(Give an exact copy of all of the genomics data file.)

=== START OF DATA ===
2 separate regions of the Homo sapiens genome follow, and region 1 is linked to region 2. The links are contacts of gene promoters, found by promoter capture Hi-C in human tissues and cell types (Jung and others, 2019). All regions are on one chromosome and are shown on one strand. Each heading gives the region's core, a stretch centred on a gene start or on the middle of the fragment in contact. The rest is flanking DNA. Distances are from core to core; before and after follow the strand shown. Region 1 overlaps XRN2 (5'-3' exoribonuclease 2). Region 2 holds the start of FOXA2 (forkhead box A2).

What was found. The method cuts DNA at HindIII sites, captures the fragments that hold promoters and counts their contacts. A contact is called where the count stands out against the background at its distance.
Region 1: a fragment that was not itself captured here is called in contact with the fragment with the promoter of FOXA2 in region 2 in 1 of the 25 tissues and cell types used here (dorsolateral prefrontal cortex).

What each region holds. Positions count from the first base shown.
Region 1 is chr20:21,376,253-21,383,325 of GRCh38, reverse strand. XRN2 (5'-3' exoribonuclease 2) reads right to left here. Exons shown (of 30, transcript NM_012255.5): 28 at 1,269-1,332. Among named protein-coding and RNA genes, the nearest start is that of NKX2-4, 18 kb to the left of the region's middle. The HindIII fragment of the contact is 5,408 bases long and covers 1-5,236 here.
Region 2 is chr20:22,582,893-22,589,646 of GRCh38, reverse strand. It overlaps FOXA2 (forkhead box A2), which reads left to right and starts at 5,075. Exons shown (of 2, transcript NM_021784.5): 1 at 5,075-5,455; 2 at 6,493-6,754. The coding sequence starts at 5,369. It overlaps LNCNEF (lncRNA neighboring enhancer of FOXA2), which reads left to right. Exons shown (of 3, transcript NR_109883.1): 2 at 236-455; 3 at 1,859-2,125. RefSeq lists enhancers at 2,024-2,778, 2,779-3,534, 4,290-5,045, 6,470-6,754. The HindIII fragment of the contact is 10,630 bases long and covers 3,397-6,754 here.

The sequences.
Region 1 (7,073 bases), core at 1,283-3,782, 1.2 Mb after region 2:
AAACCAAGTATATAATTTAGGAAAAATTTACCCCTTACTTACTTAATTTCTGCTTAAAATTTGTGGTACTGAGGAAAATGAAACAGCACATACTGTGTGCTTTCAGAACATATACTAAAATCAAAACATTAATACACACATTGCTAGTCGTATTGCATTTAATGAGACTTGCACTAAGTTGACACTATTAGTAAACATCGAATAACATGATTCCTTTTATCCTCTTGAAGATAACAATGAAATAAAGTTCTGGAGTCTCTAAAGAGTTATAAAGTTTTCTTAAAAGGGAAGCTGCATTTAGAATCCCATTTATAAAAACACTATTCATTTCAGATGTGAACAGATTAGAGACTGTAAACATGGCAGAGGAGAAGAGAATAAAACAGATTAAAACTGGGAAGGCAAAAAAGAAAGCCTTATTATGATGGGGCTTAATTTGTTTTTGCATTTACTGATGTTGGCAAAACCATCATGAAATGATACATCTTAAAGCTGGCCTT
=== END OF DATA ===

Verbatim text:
2 separate regions of the Homo sapiens genome follow, and region 1 is linked to region 2. The links are contacts of gene promoters, found by promoter capture Hi-C in human tissues and cell types (Jung and others, 2019). All regions are on one chromosome and are shown on one strand. Each heading gives the region's core, a stretch centred on a gene start or on the middle of the fragment in contact. The rest is flanking DNA. Distances are from core to core; before and after follow the strand shown. Region 1 overlaps XRN2 (5'-3' exoribonuclease 2). Region 2 holds the start of FOXA2 (forkhead box A2).

What was found. The method cuts DNA at HindIII sites, captures the fragments that hold promoters and counts their contacts. A contact is called where the count stands out against the background at its distance.
Region 1: a fragment that was not itself captured here is called in contact with the fragment with the promoter of FOXA2 in region 2 in 1 of the 25 tissues and cell types used here (dorsolateral prefrontal cortex).

What each region holds. Positions count from the first base shown.
Region 1 is chr20:21,376,253-21,383,325 of GRCh38, reverse strand. XRN2 (5'-3' exoribonuclease 2) reads right to left here. Exons shown (of 30, transcript NM_012255.5): 28 at 1,269-1,332. Among named protein-coding and RNA genes, the nearest start is that of NKX2-4, 18 kb to the left of the region's middle. The HindIII fragment of the contact is 5,408 bases long and covers 1-5,236 here.
Region 2 is chr20:22,582,893-22,589,646 of GRCh38, reverse strand. It overlaps FOXA2 (forkhead box A2), which reads left to right and starts at 5,075. Exons shown (of 2, transcript NM_021784.5): 1 at 5,075-5,455; 2 at 6,493-6,754. The coding sequence starts at 5,369. It overlaps LNCNEF (lncRNA neighboring enhancer of FOXA2), which reads left to right. Exons shown (of 3, transcript NR_109883.1): 2 at 236-455; 3 at 1,859-2,125. RefSeq lists enhancers at 2,024-2,778, 2,779-3,534, 4,290-5,045, 6,470-6,754. The HindIII fragment of the contact is 10,630 bases long and covers 3,397-6,754 here.

The sequences.
Region 1 (7,073 bases), core at 1,283-3,782, 1.2 Mb after region 2:
AAACCAAGTATATAATTTAGGAAAAATTTACCCCTTACTTACTTAATTTCTGCTTAAAATTTGTGGTACTGAGGAAAATGAAACAGCACATACTGTGTGCTTTCAGAACATATACTAAAATCAAAACATTAATACACACATTGCTAGTCGTATTGCATTTAATGAGACTTGCACTAAGTTGACACTATTAGTAAACATCGAATAACATGATTCCTTTTATCCTCTTGAAGATAACAATGAAATAAAGTTCTGGAGTCTCTAAAGAGTTATAAAGTTTTCTTAAAAGGGAAGCTGCATTTAGAATCCCATTTATAAAAACACTATTCATTTCAGATGTGAACAGATTAGAGACTGTAAACATGGCAGAGGAGAAGAGAATAAAACAGATTAAAACTGGGAAGGCAAAAAAGAAAGCCTTATTATGATGGGGCTTAATTTGTTTTTGCATTTACTGATGTTGGCAAAACCATCATGAAATGATACATCTTAAAGCTGGCCTT